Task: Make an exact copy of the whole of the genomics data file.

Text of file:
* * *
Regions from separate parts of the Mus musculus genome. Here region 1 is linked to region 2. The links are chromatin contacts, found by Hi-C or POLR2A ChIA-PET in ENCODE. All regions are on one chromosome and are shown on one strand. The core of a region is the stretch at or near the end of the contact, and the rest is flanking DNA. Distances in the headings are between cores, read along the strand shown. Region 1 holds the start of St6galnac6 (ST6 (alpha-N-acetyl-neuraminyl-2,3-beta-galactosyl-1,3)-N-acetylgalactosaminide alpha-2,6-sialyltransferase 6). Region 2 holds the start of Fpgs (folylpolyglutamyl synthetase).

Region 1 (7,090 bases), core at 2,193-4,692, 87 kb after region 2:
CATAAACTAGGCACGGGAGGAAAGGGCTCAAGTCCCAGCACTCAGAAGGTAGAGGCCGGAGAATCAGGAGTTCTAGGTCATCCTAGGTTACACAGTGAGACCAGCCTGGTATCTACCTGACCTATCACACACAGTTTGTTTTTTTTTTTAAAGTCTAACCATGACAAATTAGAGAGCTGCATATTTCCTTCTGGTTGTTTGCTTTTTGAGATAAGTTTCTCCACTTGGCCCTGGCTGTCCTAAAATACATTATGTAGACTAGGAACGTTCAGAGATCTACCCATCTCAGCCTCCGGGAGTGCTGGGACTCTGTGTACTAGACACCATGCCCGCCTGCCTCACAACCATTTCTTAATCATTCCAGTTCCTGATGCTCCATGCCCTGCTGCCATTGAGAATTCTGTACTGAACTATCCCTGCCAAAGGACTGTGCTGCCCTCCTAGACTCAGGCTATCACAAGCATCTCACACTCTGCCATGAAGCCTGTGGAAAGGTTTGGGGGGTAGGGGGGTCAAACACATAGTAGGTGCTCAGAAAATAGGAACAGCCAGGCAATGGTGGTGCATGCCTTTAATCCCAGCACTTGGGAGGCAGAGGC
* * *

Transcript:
Regions from separate parts of the Mus musculus genome. Here region 1 is linked to region 2. The links are chromatin contacts, found by Hi-C or POLR2A ChIA-PET in ENCODE. All regions are on one chromosome and are shown on one strand. The core of a region is the stretch at or near the end of the contact, and the rest is flanking DNA. Distances in the headings are between cores, read along the strand shown. Region 1 holds the start of St6galnac6 (ST6 (alpha-N-acetyl-neuraminyl-2,3-beta-galactosyl-1,3)-N-acetylgalactosaminide alpha-2,6-sialyltransferase 6). Region 2 holds the start of Fpgs (folylpolyglutamyl synthetase).

Region 1 (7,090 bases), core at 2,193-4,692, 87 kb after region 2:
CATAAACTAGGCACGGGAGGAAAGGGCTCAAGTCCCAGCACTCAGAAGGTAGAGGCCGGAGAATCAGGAGTTCTAGGTCATCCTAGGTTACACAGTGAGACCAGCCTGGTATCTACCTGACCTATCACACACAGTTTGTTTTTTTTTTTAAAGTCTAACCATGACAAATTAGAGAGCTGCATATTTCCTTCTGGTTGTTTGCTTTTTGAGATAAGTTTCTCCACTTGGCCCTGGCTGTCCTAAAATACATTATGTAGACTAGGAACGTTCAGAGATCTACCCATCTCAGCCTCCGGGAGTGCTGGGACTCTGTGTACTAGACACCATGCCCGCCTGCCTCACAACCATTTCTTAATCATTCCAGTTCCTGATGCTCCATGCCCTGCTGCCATTGAGAATTCTGTACTGAACTATCCCTGCCAAAGGACTGTGCTGCCCTCCTAGACTCAGGCTATCACAAGCATCTCACACTCTGCCATGAAGCCTGTGGAAAGGTTTGGGGGGTAGGGGGGTCAAACACATAGTAGGTGCTCAGAAAATAGGAACAGCCAGGCAATGGTGGTGCATGCCTTTAATCCCAGCACTTGGGAGGCAGAGGC